If your camper is celebrating a birthday while at camp, we do allow birthday packages to be sent. If you are sending a package, please write Birthday Package on the box so we can store accordingly. Send to ATTN: Michele Troche along with your camper’s name. Please, do not send food or candy as it is not allowed at camp and please, no gifts for bunkmates.
Campers can receive emails from their immediate family (parents and siblings); please limit emails to 3 per week per camper, thank you! Unfortunately, we are not equipped to handle the volume created by e-mails from friends and other relatives; no attachments/photos please. REMEMBER: Campers LOVE to get regular mail!
You can send your camper an email to Put their name and group in the subject area and we will deliver to them. We will send an email with additional instructions/reminders as it gets closer to the start of camp.
Note: The email ‘week’ is from Friday to Thursday for 1st session and Sunday to Saturday for 2nd session. Emails sent by parents will be printed and delivered to our campers once daily with the regular mail (except on Sundays –however, the first day of 2nd session we will deliver emails that are received by 12noon).
All emails received after 12pm will be delivered the next day. In addition, if you send an e-mail Saturday after 12pm, since we don’t deliver mail on Sundays, your child won’t be receiving it until Monday. Thank you for your understanding. Please note, starting (2) days prior to the end of your child’s session, emails will no longer be delivered as we will need to start preparing for Camper Departure Day.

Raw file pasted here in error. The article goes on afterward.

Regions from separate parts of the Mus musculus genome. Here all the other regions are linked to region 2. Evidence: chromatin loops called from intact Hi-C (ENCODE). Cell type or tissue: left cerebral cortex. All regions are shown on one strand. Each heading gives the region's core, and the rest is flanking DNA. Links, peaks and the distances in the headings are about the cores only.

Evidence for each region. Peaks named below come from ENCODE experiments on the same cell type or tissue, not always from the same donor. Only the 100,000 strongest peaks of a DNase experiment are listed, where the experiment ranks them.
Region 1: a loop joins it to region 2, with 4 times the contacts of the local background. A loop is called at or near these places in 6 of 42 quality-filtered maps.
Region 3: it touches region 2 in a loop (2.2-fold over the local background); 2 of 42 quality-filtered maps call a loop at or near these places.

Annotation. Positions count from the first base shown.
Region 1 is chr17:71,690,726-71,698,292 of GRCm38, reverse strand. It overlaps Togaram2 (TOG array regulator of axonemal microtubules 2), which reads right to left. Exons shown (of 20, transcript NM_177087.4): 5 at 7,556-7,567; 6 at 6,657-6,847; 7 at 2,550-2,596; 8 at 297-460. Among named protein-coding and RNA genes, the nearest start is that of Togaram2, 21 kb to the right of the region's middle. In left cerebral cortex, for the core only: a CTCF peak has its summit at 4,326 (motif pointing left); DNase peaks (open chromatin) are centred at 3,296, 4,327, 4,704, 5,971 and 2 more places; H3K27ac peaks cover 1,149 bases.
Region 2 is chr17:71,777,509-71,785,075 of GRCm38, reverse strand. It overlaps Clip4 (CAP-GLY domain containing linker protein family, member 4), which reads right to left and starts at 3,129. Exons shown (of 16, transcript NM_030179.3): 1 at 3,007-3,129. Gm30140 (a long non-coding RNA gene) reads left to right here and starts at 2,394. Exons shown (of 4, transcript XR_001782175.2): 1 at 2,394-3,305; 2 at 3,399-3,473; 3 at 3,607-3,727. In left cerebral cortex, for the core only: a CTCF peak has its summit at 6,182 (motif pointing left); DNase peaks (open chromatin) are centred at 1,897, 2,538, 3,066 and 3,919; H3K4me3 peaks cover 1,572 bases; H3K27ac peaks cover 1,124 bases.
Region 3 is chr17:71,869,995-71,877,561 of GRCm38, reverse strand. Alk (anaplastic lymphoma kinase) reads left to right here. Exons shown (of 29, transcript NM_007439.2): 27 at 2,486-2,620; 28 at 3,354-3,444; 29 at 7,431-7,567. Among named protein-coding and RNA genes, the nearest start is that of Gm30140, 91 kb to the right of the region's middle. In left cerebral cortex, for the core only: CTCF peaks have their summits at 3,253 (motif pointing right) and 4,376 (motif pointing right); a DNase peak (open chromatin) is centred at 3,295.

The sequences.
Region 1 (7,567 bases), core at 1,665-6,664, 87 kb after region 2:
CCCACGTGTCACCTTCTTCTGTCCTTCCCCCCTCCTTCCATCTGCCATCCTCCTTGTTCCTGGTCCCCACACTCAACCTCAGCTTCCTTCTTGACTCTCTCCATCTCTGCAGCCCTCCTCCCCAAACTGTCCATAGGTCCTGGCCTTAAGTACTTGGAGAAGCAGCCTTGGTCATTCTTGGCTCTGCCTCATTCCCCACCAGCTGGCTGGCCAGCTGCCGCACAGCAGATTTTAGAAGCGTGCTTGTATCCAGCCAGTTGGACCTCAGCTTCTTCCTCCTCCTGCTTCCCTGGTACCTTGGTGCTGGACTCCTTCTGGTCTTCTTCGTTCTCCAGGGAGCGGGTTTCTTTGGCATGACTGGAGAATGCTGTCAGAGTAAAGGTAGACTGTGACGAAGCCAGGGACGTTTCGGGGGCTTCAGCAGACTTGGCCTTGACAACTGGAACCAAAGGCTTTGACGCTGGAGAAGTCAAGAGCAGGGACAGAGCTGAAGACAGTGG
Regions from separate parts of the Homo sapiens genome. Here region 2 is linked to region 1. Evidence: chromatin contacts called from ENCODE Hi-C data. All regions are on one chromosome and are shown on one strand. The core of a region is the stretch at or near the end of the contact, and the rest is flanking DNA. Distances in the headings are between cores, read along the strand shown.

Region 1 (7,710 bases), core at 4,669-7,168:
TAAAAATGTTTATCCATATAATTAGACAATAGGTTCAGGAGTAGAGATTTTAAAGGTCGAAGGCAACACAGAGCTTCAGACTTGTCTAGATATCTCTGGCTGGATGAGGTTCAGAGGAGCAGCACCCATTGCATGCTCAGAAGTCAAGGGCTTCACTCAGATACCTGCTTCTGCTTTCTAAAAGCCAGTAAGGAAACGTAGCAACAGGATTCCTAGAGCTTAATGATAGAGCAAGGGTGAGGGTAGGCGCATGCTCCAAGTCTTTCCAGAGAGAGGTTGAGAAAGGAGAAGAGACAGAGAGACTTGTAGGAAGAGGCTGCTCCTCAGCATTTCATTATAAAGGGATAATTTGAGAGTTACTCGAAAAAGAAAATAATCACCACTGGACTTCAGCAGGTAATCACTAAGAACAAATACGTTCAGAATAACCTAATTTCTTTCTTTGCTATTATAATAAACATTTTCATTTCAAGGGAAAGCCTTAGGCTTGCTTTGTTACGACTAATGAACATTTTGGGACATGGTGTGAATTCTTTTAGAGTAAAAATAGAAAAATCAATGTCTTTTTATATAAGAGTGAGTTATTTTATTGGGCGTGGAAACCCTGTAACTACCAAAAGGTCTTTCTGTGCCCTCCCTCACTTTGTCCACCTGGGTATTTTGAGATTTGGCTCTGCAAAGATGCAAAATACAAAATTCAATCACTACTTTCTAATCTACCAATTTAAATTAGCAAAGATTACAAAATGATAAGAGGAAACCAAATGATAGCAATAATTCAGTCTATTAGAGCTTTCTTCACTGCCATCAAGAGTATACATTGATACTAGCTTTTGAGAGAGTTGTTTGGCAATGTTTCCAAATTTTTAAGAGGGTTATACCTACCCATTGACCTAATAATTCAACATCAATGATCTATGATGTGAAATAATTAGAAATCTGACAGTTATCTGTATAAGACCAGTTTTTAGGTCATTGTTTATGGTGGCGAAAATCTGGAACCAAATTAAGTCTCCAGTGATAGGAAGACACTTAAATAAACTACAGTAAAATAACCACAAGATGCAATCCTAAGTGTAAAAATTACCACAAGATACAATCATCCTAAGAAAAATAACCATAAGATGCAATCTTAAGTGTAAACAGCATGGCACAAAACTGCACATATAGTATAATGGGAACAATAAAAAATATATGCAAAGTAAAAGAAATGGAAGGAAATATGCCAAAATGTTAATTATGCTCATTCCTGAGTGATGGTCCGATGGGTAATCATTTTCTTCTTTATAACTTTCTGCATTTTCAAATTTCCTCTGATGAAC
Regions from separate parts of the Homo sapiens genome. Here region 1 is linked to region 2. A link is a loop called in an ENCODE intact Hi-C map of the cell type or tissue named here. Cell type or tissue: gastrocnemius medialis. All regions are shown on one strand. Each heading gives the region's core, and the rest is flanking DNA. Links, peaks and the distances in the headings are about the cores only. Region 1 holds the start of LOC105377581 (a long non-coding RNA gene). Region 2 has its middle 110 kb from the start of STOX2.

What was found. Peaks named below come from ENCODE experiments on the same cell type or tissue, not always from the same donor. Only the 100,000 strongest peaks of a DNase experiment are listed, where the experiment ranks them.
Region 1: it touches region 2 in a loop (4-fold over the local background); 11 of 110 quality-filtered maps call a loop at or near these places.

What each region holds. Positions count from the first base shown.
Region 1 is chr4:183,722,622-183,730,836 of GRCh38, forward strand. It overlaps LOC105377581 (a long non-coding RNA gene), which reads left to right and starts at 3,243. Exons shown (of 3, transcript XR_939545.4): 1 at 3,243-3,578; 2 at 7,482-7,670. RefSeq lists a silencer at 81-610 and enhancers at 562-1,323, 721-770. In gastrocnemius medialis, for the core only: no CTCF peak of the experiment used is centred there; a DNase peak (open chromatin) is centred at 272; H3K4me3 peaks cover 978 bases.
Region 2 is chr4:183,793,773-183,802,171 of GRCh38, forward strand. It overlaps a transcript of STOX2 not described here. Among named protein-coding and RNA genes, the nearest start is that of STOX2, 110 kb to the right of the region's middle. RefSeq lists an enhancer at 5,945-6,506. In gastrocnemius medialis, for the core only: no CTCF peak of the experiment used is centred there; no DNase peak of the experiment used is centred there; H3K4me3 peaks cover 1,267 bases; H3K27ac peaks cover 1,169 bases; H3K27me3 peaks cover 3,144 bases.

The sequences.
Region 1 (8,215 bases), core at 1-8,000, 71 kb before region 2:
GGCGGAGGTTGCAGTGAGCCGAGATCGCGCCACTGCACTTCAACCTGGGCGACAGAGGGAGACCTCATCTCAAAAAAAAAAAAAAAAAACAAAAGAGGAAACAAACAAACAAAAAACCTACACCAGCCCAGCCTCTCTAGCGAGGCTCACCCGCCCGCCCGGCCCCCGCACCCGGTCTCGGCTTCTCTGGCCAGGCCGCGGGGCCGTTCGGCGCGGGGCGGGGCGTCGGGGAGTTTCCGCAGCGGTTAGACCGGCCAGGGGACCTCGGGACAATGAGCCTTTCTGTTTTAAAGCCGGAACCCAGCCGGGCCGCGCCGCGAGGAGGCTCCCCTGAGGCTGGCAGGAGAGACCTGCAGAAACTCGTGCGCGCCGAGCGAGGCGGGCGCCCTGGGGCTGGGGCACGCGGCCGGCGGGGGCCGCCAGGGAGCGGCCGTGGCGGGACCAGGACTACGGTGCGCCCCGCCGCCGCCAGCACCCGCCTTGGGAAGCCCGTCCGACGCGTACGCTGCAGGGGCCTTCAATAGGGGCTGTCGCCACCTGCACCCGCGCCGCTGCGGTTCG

Scheduling your child’s phone call home is easy and can be done via the online phone call form found on your camper’s dashboard.
Each camper group has one pre-assigned day with 2-3 time slots to choose from (based on availability and camp program). Camper calls to parents are 10 minutes long.
Remember to write down the date and time you selected for each child.
Times are scheduled as such so that campers do not miss any of their activities. If you need to change your phone time, please feel free to call / email the office. We prefer if siblings do not call together. We have found from past experience that this creates more upset than comfort for siblings. For parents who do not live together, each parent receives a 10 minute call; please have the parent living in a separate househould call the main office at 845-262-1090 to schedule his/her phone call.
Campers get an ‘extra’ call on their birthday and on birthdays of immediate family members. Please submit this information via the phone call form. Birthday calls can be scheduled between 9am-9:30am Monday — Saturday; 9:30am-10am Sunday OR between 7-7:30 pm every night.